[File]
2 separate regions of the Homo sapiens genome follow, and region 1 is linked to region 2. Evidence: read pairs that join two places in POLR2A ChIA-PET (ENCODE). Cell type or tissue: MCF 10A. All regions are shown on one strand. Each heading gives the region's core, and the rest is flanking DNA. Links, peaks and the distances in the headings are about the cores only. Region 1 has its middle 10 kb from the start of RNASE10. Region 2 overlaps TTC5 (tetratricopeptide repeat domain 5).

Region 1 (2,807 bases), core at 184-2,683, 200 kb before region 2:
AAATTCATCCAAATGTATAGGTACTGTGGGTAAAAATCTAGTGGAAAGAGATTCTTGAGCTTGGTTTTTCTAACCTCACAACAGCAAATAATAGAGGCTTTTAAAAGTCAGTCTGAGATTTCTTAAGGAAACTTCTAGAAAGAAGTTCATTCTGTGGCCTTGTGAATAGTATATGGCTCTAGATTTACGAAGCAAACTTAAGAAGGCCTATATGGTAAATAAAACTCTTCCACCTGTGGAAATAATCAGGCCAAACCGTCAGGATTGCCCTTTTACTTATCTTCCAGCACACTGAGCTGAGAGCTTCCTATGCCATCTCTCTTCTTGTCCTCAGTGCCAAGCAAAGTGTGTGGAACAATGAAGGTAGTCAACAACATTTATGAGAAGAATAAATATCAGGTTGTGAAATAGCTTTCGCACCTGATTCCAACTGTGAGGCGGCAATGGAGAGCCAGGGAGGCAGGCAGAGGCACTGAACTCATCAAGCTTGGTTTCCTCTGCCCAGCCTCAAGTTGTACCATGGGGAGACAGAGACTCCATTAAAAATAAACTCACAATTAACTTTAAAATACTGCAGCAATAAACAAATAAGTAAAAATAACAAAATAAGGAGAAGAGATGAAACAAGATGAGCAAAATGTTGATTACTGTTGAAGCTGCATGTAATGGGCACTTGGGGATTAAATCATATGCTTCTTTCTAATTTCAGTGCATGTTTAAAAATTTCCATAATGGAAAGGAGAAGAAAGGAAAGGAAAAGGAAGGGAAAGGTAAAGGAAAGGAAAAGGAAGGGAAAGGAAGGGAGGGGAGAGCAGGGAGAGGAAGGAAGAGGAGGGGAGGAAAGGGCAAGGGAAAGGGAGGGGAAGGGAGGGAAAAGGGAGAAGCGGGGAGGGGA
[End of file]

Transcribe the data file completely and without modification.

2 separate regions of the Homo sapiens genome follow, and region 1 is linked to region 2. Evidence: read pairs that join two places in POLR2A ChIA-PET (ENCODE). Cell type or tissue: MCF 10A. All regions are shown on one strand. Each heading gives the region's core, and the rest is flanking DNA. Links, peaks and the distances in the headings are about the cores only. Region 1 has its middle 10 kb from the start of RNASE10. Region 2 overlaps TTC5 (tetratricopeptide repeat domain 5).

Region 1 (2,807 bases), core at 184-2,683, 200 kb before region 2:
AAATTCATCCAAATGTATAGGTACTGTGGGTAAAAATCTAGTGGAAAGAGATTCTTGAGCTTGGTTTTTCTAACCTCACAACAGCAAATAATAGAGGCTTTTAAAAGTCAGTCTGAGATTTCTTAAGGAAACTTCTAGAAAGAAGTTCATTCTGTGGCCTTGTGAATAGTATATGGCTCTAGATTTACGAAGCAAACTTAAGAAGGCCTATATGGTAAATAAAACTCTTCCACCTGTGGAAATAATCAGGCCAAACCGTCAGGATTGCCCTTTTACTTATCTTCCAGCACACTGAGCTGAGAGCTTCCTATGCCATCTCTCTTCTTGTCCTCAGTGCCAAGCAAAGTGTGTGGAACAATGAAGGTAGTCAACAACATTTATGAGAAGAATAAATATCAGGTTGTGAAATAGCTTTCGCACCTGATTCCAACTGTGAGGCGGCAATGGAGAGCCAGGGAGGCAGGCAGAGGCACTGAACTCATCAAGCTTGGTTTCCTCTGCCCAGCCTCAAGTTGTACCATGGGGAGACAGAGACTCCATTAAAAATAAACTCACAATTAACTTTAAAATACTGCAGCAATAAACAAATAAGTAAAAATAACAAAATAAGGAGAAGAGATGAAACAAGATGAGCAAAATGTTGATTACTGTTGAAGCTGCATGTAATGGGCACTTGGGGATTAAATCATATGCTTCTTTCTAATTTCAGTGCATGTTTAAAAATTTCCATAATGGAAAGGAGAAGAAAGGAAAGGAAAAGGAAGGGAAAGGTAAAGGAAAGGAAAAGGAAGGGAAAGGAAGGGAGGGGAGAGCAGGGAGAGGAAGGAAGAGGAGGGGAGGAAAGGGCAAGGGAAAGGGAGGGGAAGGGAGGGAAAAGGGAGAAGCGGGGAGGGGA